It’s been a long night. So just a few notes.
Nobody really knows what lies ahead for the US, but we are probably heading into a period when cities and metro areas must do even more to take care of themselves. And there’s lots of evidence, from last night, that urban populations know that.
The sweep of victories on public transit measures is impressive. Raleigh, Indianapolis, Atlanta, and the biggest transit plan of all this year, in greater Seattle. In California, where revenue raising measures require 2/3, most of the Bay Area and Los Angeles area measures are on track to hit that very high bar.
This is becoming a common pattern. There is a strong urban consensus about what it takes to make a great city, and the will is there, among urban populations, to do what needs to be done.
Some friends are despairing about federal funding for public transit, which is required to deliver the promised transit plans, and for other critical urban needs. I can’t predict what Federal policy may actually be like. If you need reasons for hope, there are three:
- This president-elect is from a big city, he famously likes to build things, and he campaigned on infrastructure spending. It’s unlikely he will turn off the spigot on urban investments, or that a narrowly divided Senate would let him if he did.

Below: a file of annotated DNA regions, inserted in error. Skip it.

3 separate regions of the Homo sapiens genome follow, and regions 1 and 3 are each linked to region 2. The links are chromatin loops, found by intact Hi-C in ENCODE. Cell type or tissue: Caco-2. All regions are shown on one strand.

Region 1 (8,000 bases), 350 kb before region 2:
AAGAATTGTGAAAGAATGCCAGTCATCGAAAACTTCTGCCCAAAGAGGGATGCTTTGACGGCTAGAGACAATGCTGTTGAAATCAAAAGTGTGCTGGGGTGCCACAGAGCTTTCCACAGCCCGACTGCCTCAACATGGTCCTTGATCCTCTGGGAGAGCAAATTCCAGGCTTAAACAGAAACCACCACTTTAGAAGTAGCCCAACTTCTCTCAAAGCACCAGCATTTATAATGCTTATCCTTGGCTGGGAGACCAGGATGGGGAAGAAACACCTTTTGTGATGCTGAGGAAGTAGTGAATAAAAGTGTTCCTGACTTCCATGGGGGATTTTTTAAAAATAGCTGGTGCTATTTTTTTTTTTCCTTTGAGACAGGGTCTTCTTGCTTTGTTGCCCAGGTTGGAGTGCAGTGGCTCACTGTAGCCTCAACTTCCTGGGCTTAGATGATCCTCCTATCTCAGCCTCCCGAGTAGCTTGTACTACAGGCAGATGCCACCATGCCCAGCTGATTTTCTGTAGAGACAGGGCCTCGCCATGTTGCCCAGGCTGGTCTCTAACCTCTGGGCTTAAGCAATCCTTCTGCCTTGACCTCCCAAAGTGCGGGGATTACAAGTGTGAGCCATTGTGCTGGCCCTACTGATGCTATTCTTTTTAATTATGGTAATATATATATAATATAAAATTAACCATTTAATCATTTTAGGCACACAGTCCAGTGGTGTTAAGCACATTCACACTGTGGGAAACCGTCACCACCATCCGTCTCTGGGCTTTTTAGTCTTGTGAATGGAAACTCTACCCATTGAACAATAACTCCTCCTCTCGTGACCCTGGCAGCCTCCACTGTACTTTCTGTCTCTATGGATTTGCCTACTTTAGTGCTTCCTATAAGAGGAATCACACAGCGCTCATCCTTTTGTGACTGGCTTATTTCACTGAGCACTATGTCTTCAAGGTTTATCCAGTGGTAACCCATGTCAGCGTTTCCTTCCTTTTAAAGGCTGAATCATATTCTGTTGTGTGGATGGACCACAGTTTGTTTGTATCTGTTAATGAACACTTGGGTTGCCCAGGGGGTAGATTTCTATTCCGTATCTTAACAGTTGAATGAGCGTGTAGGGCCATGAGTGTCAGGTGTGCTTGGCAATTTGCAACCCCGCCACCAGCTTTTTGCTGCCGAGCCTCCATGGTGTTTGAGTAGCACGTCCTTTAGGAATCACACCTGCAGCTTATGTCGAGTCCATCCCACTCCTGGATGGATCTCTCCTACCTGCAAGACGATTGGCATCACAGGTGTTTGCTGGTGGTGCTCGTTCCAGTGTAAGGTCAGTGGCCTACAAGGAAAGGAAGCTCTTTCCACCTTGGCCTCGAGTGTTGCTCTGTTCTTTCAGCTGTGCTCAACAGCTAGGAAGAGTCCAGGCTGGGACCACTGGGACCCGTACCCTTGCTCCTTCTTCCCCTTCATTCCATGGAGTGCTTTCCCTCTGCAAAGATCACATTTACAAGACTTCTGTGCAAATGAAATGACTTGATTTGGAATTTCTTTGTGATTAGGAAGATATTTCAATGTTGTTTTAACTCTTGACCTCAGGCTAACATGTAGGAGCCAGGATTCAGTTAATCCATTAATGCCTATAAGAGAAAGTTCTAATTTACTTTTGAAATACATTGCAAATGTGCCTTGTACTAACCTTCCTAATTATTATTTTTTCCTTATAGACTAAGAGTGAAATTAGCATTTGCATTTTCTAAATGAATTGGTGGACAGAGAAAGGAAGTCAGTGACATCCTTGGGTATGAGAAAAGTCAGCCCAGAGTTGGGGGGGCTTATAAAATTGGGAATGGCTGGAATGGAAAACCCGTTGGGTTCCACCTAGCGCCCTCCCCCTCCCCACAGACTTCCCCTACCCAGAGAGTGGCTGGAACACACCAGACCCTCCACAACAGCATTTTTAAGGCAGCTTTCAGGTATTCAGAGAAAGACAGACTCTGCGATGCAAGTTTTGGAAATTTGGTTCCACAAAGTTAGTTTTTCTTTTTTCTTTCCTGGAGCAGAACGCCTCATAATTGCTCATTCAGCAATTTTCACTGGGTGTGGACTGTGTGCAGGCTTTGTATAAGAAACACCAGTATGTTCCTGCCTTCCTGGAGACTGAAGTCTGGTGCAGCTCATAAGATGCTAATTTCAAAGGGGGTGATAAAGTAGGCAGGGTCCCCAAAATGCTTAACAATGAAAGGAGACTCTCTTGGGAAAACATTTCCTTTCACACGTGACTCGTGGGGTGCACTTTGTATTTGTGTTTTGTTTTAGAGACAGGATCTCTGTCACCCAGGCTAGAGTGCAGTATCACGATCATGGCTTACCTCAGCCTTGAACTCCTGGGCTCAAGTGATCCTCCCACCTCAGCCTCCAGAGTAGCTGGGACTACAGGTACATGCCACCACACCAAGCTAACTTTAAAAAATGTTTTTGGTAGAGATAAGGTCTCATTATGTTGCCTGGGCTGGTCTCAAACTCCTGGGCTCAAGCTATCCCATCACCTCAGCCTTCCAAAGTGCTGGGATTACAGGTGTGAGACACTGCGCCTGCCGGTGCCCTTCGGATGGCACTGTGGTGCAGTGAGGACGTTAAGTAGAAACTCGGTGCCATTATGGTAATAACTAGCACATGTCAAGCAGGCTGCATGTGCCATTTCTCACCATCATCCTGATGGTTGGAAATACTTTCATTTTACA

- I’ve also been through this moment — when one party appears to have won the White House and the Congress — several times. Each time, it’s appeared that there’s now no impediment to the agenda, but it’s never been that simple. When you can actually enact an agenda, you pause, especially when you have such a narrow majority in one chamber.
- There’s simply no mandate here for an anti-urban agenda, or even for budget-cutting and fiscal austerity. This election was just not about that.
But maybe the Federal role does shrink. If so, cities and regions will have to do what needs to be done themselves. Mayors and regional leaders may have to lead in larger and more courageous ways. Bruce Katz (The Metropolitan Revolution) and Benjamin Barber (If Mayors Ruled the World) have been charting this path for a while. But if tonight’s transit measures are any indication, urban voters know what needs to be done, so the conditions for courageous urban leadership are there.
Personally, I have lots of other feelings about this election. But when it comes to critical urban needs, one way or another, it can get done.